Monthly Archives: November 2012

27Nov/12

“Everybody Hates Me!”

Zach with his bags packed ready to leave home.

Recently I’ve been having a bit of trouble with my youngest son, who is 5.  One minute he’s the most loving, thoughtful and happy little boy, and then suddenly he can change into a crazy ball of dynamite hurling punches, kicks and hateful words at anyone who is in the area. I know that all young children can switch their mood at what we adults think is the slightest upset, but he has always had more of a tendency to declare that he hates his family, is leaving home, and packing his bags, than my eldest two.

At first I put it down to his personality – he was just different, perhaps more independent, maybe more fiery, than his siblings. But then he started saying he didn’t want to go to school.  He would refuse to get in the car, or get out of the car at school, but I knew that he actually loved it when he was there.  He always talked about what he had done at school, he loved learning and ‘working’ in school more than many 5 year olds do, and the teachers said he seemed happy, and had many friends.  It was really hard to see him obviously upset about something, but not knowing what it was, and how to help him.  And then when he wrote to Santa and said ‘I rile need a noow famlee’, it broke my heart. We are a loving family and are always telling him we love him, and giving him cuddles, playing games with him, etc.  Why was he feeling like this?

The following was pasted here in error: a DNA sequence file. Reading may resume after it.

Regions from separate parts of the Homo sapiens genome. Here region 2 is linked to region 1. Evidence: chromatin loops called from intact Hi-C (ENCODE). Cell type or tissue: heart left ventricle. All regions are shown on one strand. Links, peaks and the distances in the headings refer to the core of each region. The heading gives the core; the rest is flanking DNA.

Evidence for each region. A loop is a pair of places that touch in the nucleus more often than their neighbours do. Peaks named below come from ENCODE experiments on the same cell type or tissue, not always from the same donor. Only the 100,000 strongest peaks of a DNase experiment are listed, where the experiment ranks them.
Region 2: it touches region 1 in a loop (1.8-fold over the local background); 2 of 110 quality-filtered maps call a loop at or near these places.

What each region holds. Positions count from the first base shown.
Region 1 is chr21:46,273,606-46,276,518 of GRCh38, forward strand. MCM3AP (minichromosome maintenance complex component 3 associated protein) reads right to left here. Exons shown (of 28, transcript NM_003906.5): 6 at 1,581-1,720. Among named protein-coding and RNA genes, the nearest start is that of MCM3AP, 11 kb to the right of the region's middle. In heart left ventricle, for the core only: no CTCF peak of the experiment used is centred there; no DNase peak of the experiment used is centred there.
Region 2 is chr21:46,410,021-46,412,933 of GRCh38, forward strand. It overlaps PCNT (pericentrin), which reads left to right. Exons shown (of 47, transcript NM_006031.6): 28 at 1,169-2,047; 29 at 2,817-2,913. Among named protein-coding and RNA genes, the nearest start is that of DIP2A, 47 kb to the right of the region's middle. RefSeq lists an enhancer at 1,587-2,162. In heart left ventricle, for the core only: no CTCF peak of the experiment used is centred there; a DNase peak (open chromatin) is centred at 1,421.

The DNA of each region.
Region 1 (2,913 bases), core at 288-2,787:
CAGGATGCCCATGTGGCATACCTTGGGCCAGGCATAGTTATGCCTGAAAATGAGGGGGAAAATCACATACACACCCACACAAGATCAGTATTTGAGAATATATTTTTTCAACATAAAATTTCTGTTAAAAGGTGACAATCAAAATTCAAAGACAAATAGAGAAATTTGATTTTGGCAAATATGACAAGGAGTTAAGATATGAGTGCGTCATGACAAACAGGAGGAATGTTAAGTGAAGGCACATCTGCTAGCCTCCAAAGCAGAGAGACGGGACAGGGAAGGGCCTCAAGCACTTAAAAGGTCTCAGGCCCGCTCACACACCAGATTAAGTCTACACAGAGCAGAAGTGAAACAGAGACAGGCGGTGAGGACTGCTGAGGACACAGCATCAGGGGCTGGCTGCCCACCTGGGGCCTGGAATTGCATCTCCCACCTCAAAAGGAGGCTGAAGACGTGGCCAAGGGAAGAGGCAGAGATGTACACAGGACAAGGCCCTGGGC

Last week as he was telling me again that the reason he didn’t want to go to school was because there were bullies and he had no friends, it finally dawned on me what was happening.  I realised that he believed that whenever someone disagreed with him, or was mean to him, or told him off it meant that they hated him.  So when that happened he went into attack mode to protect himself.  After talking some more it became clear that where his friends at school were concerned, if they had been mean to him once then it meant that they hated him forever.  He now thinks that one of his best friends hates him because he pushed infront of him in the dinner line.

Given that this little 5-year-old spent most of his day with other 4, 5 and 6-year-olds at school, and then with two older bossy siblings at home, and a mum who is a control freak about behaviour, then there was no wonder that he wanted a new family and a new school.

So, since then, we’ve been talking to him about how friendships and families work. That we can get angry,or grumpy and do things that are a bit mean and selfish to our friends, or even do things by mistake, but that doesn’t mean we hate each other. It happens in all relationships – especially when young children are still learning about friendships and controlling their impulses. It’s difficult to know how much he is taking in because he is still focussing on a couple of ‘small’ incidents at school as evidence that other children hate him.  But I think if we keep telling him we love him (I also try to say this while I am telling him off or when I’m defending myself from his punches, but I don’t always manage it!), and not take his anger personally, we will in time help him to see disagreements and arguments as part and parcel of school and family life.   And maybe he’ll eventually stop packing his bags and leaving home quite so often!